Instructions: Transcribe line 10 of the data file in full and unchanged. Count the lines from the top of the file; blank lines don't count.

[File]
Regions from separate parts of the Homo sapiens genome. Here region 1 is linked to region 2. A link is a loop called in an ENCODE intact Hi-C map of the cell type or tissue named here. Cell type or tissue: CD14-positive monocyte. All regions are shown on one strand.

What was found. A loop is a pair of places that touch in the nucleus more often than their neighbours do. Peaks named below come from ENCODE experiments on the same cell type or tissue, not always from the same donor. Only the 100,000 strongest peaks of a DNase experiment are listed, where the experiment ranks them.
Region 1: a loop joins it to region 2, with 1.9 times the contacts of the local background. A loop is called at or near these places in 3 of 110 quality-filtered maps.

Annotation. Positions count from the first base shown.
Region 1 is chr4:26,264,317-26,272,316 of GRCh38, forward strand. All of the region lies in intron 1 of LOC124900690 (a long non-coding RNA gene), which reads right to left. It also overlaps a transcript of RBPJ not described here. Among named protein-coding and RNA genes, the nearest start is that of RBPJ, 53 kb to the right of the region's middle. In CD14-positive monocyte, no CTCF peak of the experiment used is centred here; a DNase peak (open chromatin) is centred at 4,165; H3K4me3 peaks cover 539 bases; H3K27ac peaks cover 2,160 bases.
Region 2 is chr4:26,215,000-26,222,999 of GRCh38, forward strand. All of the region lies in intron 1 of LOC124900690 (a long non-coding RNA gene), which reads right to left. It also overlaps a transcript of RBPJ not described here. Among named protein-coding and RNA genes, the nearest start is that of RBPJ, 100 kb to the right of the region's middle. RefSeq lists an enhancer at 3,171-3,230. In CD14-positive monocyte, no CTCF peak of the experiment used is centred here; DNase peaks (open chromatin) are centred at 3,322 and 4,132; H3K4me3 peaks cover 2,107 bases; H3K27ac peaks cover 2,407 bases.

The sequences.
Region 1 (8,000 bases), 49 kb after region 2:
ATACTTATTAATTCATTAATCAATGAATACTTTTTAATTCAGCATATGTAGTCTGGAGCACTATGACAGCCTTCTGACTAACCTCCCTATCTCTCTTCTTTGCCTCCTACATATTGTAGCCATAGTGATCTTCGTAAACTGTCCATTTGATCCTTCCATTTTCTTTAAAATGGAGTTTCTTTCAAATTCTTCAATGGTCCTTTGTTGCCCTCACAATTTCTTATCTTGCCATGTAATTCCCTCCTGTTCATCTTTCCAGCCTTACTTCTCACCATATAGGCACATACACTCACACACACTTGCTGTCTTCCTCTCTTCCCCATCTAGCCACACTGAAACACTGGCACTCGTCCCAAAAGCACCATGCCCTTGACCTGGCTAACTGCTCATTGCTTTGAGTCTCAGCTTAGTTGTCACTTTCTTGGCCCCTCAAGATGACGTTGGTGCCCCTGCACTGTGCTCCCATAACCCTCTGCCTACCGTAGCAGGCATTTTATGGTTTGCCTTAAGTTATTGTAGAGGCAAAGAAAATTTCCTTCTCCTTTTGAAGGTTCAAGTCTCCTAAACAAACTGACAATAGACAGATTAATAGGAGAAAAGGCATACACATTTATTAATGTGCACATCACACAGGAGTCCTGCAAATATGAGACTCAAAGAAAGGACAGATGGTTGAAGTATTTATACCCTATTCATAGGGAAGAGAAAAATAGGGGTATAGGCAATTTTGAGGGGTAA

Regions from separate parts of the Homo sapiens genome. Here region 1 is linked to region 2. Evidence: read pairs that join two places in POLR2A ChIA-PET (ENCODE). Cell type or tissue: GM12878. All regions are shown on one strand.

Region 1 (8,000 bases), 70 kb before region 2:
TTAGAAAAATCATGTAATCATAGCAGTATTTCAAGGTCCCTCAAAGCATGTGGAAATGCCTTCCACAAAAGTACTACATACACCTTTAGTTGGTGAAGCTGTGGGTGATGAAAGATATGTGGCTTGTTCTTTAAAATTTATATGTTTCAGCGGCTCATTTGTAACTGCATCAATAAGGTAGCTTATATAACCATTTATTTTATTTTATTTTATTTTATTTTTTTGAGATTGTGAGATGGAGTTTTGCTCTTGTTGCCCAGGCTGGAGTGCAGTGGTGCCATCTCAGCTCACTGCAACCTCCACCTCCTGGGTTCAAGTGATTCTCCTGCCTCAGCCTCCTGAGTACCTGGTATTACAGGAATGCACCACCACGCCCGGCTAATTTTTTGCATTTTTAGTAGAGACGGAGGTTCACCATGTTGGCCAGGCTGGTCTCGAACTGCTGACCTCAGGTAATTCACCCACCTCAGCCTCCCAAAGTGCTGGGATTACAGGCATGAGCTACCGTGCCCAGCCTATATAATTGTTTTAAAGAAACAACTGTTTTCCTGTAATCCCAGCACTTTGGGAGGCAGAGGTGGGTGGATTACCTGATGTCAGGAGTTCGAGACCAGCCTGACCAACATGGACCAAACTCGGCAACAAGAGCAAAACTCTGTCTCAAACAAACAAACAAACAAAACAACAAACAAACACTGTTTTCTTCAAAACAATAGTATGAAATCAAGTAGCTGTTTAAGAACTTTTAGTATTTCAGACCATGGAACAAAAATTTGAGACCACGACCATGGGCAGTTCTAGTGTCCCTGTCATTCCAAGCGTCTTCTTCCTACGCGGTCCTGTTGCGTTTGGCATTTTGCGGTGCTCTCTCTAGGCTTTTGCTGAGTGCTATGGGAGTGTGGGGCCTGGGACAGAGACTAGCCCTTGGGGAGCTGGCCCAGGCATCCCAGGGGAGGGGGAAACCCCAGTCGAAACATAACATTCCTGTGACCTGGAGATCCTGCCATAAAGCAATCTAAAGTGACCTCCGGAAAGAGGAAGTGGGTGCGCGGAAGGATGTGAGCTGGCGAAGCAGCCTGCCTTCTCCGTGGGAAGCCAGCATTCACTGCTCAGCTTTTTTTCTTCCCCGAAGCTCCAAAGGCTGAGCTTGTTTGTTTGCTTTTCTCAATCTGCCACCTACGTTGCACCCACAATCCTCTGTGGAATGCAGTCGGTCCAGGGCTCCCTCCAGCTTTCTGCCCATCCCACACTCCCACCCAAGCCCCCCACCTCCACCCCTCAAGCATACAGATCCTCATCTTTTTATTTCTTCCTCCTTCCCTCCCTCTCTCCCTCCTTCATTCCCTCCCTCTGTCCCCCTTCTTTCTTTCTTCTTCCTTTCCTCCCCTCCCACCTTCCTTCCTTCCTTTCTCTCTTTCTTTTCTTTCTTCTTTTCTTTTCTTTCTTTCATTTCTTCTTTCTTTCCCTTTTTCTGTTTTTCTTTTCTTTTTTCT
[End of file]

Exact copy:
Regions from separate parts of the Homo sapiens genome. Here region 1 is linked to region 2. Evidence: read pairs that join two places in POLR2A ChIA-PET (ENCODE). Cell type or tissue: GM12878. All regions are shown on one strand.